High-velocity impact breakage for lower energy consumption using the VeRo Liberator® technique

G Borg, O Scharfe, A Kamradtand N Meyer

MetPlant 2019, September 9-10, Perth, Australia


High-velocity impact breakage is an option to increase comminution efficiency significantly. The widespread application of traditional ball mills and SAG mills in comminution is characterised by robust technique but also by low-velocity surface breakage of the feed material. In this conventional technique the breakage from a single impact is rare and most particle collisions result in partial abrasion only (Morrison and Powell 2006) and in comparatively high energy consumption.

In contrast, the VeRo Liberator® comminution system shown in Figure 1 operates at high-velocity, with impact speeds of greater than 200 m/s, stemming from high-speed counter-rotating hammer tools. This process moves comminution away from low-energy surface abrasion with minor breakage to more the more efficient impact breakage. The new VeRo Liberator® features a vertical, quadruple hollow axle system, carrying special steel hammer tools up to one meter in length on three tool levels. A propeller on the fourth level controls the air flow within the comminution chamber. The high impact speeds are achieved by counter- rotating tool levels, which can each achieve up to 1600 rpm in a clockwise and anti-clockwise fashion, rotating against each other. The feed material, top size 120 mm diameter, passes continuously, vertically (gravitationally) from a feeding funnel at the top through the comminution cylinder, typically taking 20 to 30 seconds. Each particle of the feed material is hit by multiple impacts at a high frequency and at very high velocities during this quick pass through the machine.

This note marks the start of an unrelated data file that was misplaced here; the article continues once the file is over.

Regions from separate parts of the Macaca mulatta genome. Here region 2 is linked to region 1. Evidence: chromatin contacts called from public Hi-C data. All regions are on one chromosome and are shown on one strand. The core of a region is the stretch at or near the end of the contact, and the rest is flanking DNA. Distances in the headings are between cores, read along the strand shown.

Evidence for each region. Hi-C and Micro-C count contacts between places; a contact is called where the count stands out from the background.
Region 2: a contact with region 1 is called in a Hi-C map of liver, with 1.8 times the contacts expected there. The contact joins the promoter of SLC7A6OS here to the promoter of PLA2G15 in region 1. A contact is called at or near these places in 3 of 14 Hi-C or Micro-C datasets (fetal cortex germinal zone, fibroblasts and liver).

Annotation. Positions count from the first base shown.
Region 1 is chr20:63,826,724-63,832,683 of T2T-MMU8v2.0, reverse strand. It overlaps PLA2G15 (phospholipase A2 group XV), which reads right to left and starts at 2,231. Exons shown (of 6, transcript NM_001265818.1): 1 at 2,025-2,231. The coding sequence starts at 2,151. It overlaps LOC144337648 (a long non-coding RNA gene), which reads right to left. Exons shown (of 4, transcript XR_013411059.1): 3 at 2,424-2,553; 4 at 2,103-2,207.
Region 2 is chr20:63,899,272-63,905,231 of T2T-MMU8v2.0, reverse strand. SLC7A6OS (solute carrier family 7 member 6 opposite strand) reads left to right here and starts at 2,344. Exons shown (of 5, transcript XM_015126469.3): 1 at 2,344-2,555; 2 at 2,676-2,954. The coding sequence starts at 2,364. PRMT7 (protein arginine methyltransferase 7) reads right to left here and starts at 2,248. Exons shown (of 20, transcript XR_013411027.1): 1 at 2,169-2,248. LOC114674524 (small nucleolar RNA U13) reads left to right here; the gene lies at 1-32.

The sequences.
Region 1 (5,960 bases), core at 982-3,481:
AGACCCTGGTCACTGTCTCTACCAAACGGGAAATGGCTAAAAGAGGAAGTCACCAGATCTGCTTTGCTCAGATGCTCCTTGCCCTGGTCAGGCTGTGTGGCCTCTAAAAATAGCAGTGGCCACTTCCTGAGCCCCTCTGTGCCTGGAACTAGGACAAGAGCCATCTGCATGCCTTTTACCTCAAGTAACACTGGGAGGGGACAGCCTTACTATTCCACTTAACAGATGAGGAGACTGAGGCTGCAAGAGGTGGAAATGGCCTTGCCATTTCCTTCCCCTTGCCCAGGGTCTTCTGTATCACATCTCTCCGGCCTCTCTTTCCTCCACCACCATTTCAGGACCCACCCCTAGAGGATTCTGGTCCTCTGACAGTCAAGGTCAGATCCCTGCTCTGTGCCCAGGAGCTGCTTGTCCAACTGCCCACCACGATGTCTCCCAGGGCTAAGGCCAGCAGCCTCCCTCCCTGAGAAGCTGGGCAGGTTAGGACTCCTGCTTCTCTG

G Borg (1, 2), O Scharfe (3), A Kamradt (4) and N Meyer (5)

  1. PMS Handelskontor GmbH, Advisor, Abteistr. 1, 20149 Hamburg, Germany
  2. Professor for Economic Geology, Martin Luther University Halle-Wittenberg, Germany
  3. PMS Handelskontor GmbH, Managing Partner, Abteistr. 1, 20149 Hamburg, Germany
  4. Research Scientist, Martin Luther University Halle-Wittenberg, Germany
  5. MSc-student, Martin Luther University Halle-Wittenberg, Germany


CEEC acknowledges and thanks AusIMM for organising MetPlant 2019. Proceedings can be downloaded from MetPlant 2019.